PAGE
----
Saimah Razak, hr consultant
I was recently delivering Recruitment and Selection training for managers and a key theme embedded throughout the course is ensuring and promoting diversity throughout the process. It is inevitable then that when discussing selecting (judging) someone on their suitability for a particular role that the idea of unconscious bias emerges.
This is undoubtedly one of my favourite parts of this course, as a HR Consultant there is something very refreshing about asking people to reflect on their experiences and unpick scenarios where their unconscious bias may have reared its head and affected a key decision or choice. Now there have been some interesting examples, from the shoes someone is wearing to the university they attended.
I ask delegates on the course to think to themselves ‘What is my unconscious bias?’ For me it is integral that any organisation that truly values diversity encourages staff and managers to talk about issues that remain taboo, to accept that we all have biases and this is not something to be hidden away.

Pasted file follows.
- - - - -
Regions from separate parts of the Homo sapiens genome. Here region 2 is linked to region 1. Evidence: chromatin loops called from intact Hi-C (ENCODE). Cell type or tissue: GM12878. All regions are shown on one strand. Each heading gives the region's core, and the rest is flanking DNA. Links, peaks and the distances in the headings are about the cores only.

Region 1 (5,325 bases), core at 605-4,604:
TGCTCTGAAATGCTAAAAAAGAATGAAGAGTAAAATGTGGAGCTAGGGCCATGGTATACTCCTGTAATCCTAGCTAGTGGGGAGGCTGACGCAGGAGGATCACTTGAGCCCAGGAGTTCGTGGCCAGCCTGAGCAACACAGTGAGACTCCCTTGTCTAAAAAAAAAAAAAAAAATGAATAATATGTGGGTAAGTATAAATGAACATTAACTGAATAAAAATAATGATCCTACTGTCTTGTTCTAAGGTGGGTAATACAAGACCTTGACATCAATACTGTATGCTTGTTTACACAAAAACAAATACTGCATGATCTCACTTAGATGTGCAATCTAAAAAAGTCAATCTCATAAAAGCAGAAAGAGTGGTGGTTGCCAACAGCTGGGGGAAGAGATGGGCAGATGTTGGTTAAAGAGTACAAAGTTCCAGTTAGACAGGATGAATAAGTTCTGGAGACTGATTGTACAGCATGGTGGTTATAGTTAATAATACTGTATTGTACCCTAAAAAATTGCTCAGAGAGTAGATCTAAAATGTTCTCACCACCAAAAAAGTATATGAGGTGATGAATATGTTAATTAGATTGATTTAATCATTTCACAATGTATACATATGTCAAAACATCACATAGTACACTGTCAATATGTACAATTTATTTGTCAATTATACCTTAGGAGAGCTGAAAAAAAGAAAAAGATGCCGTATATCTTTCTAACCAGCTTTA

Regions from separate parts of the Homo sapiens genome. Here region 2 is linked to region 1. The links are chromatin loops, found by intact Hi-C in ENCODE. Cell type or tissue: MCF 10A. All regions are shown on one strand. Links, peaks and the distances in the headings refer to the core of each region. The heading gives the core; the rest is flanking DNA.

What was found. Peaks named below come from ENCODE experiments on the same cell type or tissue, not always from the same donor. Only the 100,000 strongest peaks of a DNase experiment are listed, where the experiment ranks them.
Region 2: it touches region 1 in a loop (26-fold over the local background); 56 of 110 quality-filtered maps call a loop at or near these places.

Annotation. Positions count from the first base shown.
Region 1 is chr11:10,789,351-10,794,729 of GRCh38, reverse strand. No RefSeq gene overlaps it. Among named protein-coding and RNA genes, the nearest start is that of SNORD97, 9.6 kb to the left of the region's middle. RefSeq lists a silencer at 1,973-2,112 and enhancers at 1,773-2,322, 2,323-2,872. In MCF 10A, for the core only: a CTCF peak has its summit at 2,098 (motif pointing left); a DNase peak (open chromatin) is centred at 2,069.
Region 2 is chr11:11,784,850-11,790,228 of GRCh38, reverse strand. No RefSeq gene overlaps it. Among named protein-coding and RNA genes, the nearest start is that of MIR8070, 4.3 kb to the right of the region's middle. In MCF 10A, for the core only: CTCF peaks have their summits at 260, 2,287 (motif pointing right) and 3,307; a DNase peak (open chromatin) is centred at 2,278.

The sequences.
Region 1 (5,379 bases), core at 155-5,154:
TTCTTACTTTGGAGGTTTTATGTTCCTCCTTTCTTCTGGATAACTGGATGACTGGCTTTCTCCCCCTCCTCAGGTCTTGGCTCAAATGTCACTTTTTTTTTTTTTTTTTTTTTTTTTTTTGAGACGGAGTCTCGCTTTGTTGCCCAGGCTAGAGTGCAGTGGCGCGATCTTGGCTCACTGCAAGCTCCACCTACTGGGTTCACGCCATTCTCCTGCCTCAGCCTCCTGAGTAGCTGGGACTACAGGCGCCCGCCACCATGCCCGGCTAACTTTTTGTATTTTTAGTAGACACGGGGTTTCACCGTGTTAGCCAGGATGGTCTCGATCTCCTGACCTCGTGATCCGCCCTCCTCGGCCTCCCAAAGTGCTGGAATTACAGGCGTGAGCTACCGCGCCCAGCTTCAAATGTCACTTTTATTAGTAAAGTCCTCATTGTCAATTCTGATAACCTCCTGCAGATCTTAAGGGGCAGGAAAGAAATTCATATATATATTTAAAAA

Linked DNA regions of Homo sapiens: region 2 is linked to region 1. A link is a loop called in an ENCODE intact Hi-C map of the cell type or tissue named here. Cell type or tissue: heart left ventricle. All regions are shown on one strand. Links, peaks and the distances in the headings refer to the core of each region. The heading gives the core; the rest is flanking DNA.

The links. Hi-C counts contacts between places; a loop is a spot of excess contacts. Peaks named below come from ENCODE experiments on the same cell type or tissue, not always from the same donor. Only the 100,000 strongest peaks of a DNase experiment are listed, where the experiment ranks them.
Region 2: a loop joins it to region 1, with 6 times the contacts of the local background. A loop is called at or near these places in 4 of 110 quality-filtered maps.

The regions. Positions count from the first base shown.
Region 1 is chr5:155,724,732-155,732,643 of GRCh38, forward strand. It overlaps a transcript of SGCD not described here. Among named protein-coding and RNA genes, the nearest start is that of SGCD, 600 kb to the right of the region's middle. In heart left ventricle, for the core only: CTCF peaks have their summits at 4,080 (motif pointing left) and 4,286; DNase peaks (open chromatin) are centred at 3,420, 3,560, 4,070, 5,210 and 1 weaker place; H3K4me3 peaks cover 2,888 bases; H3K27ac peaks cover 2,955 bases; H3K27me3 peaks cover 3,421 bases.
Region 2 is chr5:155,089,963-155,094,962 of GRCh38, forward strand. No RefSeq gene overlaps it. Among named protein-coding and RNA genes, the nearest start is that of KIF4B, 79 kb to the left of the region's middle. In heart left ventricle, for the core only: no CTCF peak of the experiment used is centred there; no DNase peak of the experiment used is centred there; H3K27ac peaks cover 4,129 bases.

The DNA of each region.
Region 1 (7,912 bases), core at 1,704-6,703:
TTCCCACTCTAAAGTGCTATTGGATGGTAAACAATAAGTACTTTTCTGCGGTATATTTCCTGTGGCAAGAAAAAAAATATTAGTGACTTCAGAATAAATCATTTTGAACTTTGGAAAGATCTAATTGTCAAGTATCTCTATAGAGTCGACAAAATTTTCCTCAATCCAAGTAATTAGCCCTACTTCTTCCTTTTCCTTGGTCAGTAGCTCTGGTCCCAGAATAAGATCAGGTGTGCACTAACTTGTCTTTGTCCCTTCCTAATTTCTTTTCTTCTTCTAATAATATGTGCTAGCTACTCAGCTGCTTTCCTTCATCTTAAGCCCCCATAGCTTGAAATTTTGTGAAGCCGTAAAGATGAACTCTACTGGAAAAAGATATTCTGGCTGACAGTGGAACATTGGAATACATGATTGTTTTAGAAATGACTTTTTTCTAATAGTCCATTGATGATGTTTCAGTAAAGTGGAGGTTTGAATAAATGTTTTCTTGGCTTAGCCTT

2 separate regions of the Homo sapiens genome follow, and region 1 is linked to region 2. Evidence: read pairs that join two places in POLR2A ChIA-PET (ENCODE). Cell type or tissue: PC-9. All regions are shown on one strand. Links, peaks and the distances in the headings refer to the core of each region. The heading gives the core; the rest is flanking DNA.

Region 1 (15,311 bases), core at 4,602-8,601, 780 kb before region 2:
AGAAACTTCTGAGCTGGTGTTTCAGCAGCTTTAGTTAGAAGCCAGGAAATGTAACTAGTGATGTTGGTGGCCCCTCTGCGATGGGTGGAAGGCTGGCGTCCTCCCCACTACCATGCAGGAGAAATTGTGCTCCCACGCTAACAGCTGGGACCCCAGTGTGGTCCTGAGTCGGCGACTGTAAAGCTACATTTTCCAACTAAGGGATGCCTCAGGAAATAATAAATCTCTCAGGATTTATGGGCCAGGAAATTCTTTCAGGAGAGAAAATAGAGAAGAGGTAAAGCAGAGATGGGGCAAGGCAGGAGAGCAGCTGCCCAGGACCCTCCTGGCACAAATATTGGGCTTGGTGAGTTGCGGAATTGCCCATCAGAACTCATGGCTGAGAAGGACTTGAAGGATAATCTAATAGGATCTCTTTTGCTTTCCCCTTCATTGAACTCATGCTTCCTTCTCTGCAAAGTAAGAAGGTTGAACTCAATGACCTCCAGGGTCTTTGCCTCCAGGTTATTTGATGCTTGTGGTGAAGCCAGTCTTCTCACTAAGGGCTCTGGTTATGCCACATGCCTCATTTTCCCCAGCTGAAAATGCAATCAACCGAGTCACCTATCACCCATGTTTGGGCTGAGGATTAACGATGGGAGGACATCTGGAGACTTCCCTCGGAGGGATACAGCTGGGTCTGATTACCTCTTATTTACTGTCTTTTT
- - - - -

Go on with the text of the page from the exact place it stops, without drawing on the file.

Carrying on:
After all, a failure to acknowledge our own biases doesn’t mean they go away; in fact, it often means they are left to work underground having far more profound implications on individual actions and eventually the organisation.
So it is important for us as individuals to delve into where our preferences lie whether this is by simply sparking the conversation as I did on the training or completing an assessment tool. Not only is this extremely enlightening but on an organisational level it can help to embed awareness of unconscious bias and go a long way in promoting much more diverse and inclusive workplaces.